It was one of the most humiliating attacks the Afghan security forces had ever suffered. On Nov. 27, Taliban insurgents ambushed a supply convoy in the northwest province of Badghis, killing nine Afghan soldiers and five police officers, wounding 27 men, capturing 20 others, destroying at least 19 vehicles and stealing five, Afghan officials said.
The Afghan authorities quickly learned that the man suspected of having orchestrated the attack, Maulavi Ghulam Dastagir, had only weeks before been in police custody on charges of aiding the Taliban.
Mr. Dastagir had been personally released by President Hamid Karzai after assurances from a delegation of tribal elders that he would live a peaceful life, officials said this month.
The ambush, and the presidential pardon that allowed the insurgent to go free, have become the subject of a governmental inquest and the source of profound embarrassment for the Afghan government.
The case has also underscored the vulnerabilities of the Afghan security forces as the Taliban have multiplied their presence around the country and, in only the past few years, have gained strength in regions that were once relatively peaceful, like the northwest. [continued…]
As the United States prepares for a troop surge in Afghanistan in the new year, Robert Gates, the defence secretary, and senior commanders are concerned that the British government lacks the “political will” for the fight.
General John Craddock, the Nato commander, said last week that Britain must put more troops into Helmand province to defeat the Taliban insurgency.
In an interview with The Sunday Times at Nato’s supreme headquarters in Mons, Belgium, he said Gordon Brown’s announcement last Monday that more troops would bolster Britain’s 8,100-strong force in Afghanistan by March was not enough. Although planning is under way to send up to 3,000 extra troops to Afghanistan next summer if required, Brown committed only 300 in his Commons statement.
“I don’t think 300 more, if you are talking about Helmand province, will do the trick. We’ve got to hold down there until we’ve got some Afghan street forces who can take over,” Craddock said. [continued…]
The Iraqi journalist who hurled his shoes at President George Bush was viciously beaten after being taken into custody, according to a police officer who accompanied him to prison.
Wrestled to the ground and then buried under a frantic mound of security officers, Muntazer al-Zaidi was last seen being dragged into detention. Controversy has since raged over what treatment was meted out to the man hailed a hero in many parts of the Arab and Muslim world for his protest against the invasion of Iraq. Yesterday there were further demonstrations in the Middle East calling for his immediate release.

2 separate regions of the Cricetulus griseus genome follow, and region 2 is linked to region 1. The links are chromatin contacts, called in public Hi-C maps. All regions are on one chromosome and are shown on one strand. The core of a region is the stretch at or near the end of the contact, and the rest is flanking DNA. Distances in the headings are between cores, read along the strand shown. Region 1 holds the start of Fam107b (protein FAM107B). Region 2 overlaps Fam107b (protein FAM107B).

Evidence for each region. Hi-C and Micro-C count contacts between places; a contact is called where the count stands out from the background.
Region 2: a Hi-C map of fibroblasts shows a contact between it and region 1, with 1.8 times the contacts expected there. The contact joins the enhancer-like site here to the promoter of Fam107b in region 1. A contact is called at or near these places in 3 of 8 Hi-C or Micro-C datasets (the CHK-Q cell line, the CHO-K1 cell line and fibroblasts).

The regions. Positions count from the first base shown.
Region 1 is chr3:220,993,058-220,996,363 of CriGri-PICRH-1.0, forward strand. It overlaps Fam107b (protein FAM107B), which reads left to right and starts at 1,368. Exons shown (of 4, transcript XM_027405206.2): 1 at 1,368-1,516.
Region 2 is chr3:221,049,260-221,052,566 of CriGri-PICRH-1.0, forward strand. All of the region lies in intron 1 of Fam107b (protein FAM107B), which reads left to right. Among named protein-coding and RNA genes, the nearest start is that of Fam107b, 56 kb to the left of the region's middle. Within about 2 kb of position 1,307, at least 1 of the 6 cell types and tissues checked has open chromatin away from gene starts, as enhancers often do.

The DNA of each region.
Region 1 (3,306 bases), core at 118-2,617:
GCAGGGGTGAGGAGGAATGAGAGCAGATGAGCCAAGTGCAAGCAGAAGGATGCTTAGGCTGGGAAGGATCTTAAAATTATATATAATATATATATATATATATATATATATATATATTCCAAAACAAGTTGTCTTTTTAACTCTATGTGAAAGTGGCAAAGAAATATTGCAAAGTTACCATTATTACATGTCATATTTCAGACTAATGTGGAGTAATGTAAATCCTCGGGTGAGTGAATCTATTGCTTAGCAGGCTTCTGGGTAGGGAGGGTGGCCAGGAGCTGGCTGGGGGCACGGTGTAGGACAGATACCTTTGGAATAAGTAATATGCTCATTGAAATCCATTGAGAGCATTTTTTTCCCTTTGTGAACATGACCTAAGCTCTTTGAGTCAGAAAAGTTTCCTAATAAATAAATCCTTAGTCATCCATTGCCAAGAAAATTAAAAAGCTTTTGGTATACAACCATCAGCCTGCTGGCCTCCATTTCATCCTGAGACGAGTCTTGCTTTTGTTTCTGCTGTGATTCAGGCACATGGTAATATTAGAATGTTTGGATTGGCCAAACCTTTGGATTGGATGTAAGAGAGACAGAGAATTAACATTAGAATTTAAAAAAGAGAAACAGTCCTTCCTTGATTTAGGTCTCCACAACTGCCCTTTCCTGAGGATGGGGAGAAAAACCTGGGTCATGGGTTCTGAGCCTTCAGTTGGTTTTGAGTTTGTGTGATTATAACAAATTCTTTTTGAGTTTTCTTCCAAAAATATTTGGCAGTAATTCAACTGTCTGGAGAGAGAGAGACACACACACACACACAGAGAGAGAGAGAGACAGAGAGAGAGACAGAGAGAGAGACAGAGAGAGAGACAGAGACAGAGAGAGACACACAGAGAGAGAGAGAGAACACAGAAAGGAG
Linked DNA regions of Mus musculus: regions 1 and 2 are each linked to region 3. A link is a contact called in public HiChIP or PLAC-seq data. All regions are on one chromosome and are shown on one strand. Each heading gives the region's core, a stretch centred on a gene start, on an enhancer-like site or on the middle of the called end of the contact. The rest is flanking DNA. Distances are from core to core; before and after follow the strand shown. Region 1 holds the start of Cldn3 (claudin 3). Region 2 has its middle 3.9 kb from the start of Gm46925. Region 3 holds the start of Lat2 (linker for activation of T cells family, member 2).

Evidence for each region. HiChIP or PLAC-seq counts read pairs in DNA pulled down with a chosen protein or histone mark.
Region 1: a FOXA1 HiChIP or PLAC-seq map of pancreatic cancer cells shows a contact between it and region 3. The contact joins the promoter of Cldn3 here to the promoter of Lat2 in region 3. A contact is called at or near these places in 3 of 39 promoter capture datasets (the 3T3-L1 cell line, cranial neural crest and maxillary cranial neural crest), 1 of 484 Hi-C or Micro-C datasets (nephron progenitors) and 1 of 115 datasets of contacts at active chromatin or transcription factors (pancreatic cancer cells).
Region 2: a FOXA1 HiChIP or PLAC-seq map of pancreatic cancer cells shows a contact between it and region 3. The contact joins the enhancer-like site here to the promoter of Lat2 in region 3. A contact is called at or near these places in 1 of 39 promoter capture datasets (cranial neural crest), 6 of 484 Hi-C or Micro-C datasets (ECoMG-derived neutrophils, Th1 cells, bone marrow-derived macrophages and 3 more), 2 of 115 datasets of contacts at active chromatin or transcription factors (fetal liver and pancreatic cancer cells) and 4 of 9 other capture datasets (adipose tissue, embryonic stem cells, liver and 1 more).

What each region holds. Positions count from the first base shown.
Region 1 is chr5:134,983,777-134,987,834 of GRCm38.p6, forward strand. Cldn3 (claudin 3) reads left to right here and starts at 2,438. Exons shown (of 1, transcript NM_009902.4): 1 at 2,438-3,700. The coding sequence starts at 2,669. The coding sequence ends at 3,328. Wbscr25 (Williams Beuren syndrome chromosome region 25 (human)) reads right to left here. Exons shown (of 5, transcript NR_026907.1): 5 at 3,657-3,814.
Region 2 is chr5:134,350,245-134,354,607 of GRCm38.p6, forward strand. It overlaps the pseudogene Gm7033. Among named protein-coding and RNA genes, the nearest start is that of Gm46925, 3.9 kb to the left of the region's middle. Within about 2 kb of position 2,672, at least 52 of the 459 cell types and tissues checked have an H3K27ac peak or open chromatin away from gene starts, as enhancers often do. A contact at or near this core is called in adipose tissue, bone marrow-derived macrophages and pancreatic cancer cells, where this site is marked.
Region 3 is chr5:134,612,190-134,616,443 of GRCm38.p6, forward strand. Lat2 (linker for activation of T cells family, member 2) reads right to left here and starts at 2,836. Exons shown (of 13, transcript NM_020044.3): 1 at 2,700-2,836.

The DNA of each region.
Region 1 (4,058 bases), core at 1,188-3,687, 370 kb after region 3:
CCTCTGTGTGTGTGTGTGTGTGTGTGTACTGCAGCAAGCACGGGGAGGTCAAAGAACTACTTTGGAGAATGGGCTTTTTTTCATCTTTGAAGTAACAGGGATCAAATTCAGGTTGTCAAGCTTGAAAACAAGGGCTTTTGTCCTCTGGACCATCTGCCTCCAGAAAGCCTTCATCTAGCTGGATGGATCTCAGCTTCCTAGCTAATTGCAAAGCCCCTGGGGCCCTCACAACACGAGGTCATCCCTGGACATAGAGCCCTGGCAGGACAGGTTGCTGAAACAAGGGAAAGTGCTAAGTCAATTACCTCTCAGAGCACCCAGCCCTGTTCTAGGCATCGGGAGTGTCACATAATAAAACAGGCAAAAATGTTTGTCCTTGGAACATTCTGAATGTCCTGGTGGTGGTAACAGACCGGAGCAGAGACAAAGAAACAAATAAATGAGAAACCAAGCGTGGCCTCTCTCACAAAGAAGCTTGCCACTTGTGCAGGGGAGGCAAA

Witnesses to his arrest and imprisonment have told the Observer Zaidi was badly beaten, during and after his arrest last Sunday, and that he risks losing the sight in one of his eyes as a result. [continued…]
The young Iraqi journalist who hurled his shoes at President George W Bush had been incensed by a story he covered about an American soldier who used a copy of the Koran for target practice, according to his family.
Muntathar al-Zaydi, 28, who became an overnight hero in the Arab world, worked as a reporter for the popular al-Baghdadiya satellite TV station.
In May he was sent to report on an incident in Radwaniyah, west of Baghdad, in which Islam’s holy book was found riddled with bullets from an American sniper.
“He talked incessantly about the subject,” recalled his elder brother Uday. It was one of a number of assignments that appear to have radicalised Zaydi during his brief journalistic career. [continued…]
Ethiopia is hosting a series of talks on the deepening crisis in its neighbour, Somalia.
Foreign ministers from east Africa are meeting in the capital, Addis Ababa, to be followed by talks by the African Union’s peace and security council.
The emergency meetings come after Ethiopia decided to withdraw its troops from Somalia by the end of December. [continued…]
Eight years after arriving in Washington vowing to spread the dream of homeownership, Mr. Bush is leaving office, as he himself said recently, “faced with the prospect of a global meltdown” with roots in the housing sector he so ardently championed.
There are plenty of culprits, like lenders who peddled easy credit, consumers who took on mortgages they could not afford and Wall Street chieftains who loaded up on mortgage-backed securities without regard to the risk.
But the story of how we got here is partly one of Mr. Bush’s own making, according to a review of his tenure that included interviews with dozens of current and former administration officials.
From his earliest days in office, Mr. Bush paired his belief that Americans do best when they own their own home with his conviction that markets do best when let alone.
He pushed hard to expand homeownership, especially among minorities, an initiative that dovetailed with his ambition to expand the Republican tent — and with the business interests of some of his biggest donors. But his housing policies and hands-off approach to regulation encouraged lax lending standards. [continued…]